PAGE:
Workers at Adelaide-based shipbuilder ASC have decided to take industrial action after the Federal Government-owned Corporation failed to negotiate a satisfactory enterprise agreement with its workforce.
The Australian Manufacturing Workers’ Union (AMWU) has sided with ASC employees, saying the move was motivated by the shipbuilder’s insistence on “stripping back workers’ rights and entitlements”.
“The AMWU is concerned that negotiations have dragged on for two years without result,” said AMWU Acting State Secretary Colin Fenney.
“Workers have been left with no option but to engage in protected industrial action after ASC insisted on stripping back workers’ rights and entitlements.”
He said ASC’s proposed agreement provisioned that ASC workers be excluded from consultations regarding workplace changes and other issues which could reduce workplace disputes.
“In a critical heavy engineering environment like shipbuilding, it is vitally important that workers are given a voice to raise issues of workplace change and hours of work,” Mr Fenney continued.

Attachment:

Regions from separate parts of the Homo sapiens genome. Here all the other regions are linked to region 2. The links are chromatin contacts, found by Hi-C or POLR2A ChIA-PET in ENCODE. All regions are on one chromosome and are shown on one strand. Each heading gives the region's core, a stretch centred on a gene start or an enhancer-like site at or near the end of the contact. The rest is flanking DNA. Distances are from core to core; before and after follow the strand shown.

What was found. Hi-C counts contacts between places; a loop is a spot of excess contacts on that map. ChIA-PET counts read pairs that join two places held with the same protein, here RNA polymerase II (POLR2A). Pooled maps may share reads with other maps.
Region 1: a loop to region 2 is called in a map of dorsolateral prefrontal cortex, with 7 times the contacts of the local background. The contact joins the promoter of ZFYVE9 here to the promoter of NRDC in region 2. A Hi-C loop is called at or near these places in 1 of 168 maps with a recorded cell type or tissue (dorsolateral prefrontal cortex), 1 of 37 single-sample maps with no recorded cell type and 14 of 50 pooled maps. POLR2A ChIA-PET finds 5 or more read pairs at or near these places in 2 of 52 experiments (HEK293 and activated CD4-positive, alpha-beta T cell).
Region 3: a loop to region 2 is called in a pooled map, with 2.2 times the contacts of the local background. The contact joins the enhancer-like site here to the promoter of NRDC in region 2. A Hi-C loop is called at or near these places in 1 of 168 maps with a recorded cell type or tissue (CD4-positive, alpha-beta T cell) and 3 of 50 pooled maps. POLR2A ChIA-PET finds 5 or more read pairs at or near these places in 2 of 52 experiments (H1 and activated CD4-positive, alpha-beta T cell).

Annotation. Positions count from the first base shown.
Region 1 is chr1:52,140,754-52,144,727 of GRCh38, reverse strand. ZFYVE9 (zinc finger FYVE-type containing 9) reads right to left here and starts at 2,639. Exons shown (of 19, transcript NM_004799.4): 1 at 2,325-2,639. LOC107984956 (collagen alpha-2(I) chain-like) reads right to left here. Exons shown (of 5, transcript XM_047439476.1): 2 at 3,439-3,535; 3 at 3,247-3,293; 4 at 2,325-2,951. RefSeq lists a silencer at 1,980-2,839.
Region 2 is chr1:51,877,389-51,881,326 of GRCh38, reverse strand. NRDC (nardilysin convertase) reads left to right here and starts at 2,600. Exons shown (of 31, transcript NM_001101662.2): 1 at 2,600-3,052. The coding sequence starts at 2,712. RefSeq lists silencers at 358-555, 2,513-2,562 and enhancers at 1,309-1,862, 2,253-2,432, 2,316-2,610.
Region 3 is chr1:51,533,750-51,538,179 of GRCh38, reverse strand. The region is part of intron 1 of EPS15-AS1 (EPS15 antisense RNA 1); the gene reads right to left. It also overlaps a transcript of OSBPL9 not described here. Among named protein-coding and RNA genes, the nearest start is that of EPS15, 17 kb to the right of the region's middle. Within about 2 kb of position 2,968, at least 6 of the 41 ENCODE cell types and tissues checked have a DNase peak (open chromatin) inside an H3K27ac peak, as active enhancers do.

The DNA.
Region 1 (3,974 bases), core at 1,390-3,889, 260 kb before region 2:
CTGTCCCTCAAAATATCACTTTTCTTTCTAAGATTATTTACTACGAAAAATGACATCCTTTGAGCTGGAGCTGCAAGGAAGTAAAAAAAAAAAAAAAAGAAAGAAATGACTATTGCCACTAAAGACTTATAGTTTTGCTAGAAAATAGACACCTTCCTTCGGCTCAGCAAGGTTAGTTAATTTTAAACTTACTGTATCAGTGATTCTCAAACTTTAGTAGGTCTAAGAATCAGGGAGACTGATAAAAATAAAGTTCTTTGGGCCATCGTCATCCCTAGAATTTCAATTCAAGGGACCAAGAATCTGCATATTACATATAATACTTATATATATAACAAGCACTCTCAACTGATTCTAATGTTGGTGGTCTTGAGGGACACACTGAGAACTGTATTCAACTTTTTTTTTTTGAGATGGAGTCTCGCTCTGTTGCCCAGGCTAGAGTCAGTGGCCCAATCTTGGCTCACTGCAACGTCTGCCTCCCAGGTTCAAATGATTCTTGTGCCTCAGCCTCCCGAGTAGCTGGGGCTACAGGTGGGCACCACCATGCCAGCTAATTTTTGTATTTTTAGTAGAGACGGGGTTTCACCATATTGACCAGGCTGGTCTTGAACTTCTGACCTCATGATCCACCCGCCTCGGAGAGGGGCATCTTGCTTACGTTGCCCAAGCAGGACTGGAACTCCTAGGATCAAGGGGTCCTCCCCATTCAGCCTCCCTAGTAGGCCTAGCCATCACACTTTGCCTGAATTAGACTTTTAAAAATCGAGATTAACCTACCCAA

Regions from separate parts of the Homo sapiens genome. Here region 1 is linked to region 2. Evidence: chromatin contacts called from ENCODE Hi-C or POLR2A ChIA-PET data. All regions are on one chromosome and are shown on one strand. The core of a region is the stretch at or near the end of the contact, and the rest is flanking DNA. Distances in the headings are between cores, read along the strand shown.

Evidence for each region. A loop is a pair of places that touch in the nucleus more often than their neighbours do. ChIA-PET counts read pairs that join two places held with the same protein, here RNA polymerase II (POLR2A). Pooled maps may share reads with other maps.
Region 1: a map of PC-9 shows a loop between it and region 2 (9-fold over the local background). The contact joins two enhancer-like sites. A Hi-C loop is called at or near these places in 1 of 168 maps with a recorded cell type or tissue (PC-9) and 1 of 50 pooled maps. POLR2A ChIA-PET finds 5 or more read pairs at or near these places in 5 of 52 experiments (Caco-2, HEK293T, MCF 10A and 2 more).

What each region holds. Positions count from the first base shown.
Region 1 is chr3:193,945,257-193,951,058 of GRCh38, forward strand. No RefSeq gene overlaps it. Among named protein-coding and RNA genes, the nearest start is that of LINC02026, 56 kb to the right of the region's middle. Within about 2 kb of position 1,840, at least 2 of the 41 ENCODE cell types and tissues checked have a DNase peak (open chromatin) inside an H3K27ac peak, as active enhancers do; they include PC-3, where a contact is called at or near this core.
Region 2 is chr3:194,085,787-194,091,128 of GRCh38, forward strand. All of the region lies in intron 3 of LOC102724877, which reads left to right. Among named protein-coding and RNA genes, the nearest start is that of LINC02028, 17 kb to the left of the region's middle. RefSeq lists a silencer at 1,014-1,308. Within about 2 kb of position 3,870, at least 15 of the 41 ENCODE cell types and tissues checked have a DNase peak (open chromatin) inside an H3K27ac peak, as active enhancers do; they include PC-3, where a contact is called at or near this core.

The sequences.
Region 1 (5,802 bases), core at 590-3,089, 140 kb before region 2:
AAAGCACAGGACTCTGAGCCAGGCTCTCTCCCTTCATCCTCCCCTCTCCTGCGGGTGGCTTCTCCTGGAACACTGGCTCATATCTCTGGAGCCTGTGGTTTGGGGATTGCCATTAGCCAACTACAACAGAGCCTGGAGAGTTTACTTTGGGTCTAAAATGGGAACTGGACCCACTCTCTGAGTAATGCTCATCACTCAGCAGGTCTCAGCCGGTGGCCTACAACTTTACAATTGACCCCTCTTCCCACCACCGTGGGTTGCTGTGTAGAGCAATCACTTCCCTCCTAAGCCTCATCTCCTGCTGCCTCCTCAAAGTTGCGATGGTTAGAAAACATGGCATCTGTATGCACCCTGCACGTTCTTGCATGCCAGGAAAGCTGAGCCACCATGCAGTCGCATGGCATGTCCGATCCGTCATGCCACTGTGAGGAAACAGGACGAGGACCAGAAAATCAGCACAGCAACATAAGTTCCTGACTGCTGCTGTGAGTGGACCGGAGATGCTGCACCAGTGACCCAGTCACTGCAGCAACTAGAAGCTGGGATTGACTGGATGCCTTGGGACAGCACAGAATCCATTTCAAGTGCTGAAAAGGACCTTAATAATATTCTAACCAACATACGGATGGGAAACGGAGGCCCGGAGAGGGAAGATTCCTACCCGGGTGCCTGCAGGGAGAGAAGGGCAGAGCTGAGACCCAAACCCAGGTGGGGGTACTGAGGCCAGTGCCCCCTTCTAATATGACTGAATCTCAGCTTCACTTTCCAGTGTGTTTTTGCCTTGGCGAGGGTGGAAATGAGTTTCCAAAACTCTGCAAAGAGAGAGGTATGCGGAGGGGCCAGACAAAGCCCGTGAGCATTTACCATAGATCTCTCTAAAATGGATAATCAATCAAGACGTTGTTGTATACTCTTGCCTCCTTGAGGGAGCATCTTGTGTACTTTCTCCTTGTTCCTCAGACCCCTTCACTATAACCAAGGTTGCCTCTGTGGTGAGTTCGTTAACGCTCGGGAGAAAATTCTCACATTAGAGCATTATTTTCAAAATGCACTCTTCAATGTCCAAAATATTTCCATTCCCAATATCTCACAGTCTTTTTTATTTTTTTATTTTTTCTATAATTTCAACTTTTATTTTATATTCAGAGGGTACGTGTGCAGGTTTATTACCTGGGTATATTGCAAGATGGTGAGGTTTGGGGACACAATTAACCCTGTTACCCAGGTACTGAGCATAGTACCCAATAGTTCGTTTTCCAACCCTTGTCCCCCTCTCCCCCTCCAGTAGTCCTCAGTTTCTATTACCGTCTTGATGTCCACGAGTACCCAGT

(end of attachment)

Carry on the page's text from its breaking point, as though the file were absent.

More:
“We accept that contractors have always been a part of ASC’s business but that’s been on the basis that permanent employees were not disadvantaged. Now ASC wants to throw that concept out.”
ASC shipbuilder and senior AMWU delegate Glenn Dallimore said workers were frustrated that while the Federal Government committed to a continuous-build program for naval shipbuilding, it was also “attacking the workforce”.
“The management at Osborne should stop toeing the Government’s line and conclude these negotiations by improving on the current Enterprise Agreement instead of trashing it,” Mr Dallimore said.
The AMWU wrote to Industry and Defence Minister Christopher Pyne on October 5, 2016, urging him to intervene and help solve the dispute.
According to the AMWU, the Minister has neither intervened, nor replied.
“There have been no lost days due to industrial disputes over many years at the company despite a raft of changes to work practices being introduced to enhance improved productivity,” reads AMWU’s letter to Mr Pyne.
“These workers have and are facing considerable job insecurity and redundancy due to the gap of work which exists pending the introduction of new work from recent decisions to build future naval ships and submarines.”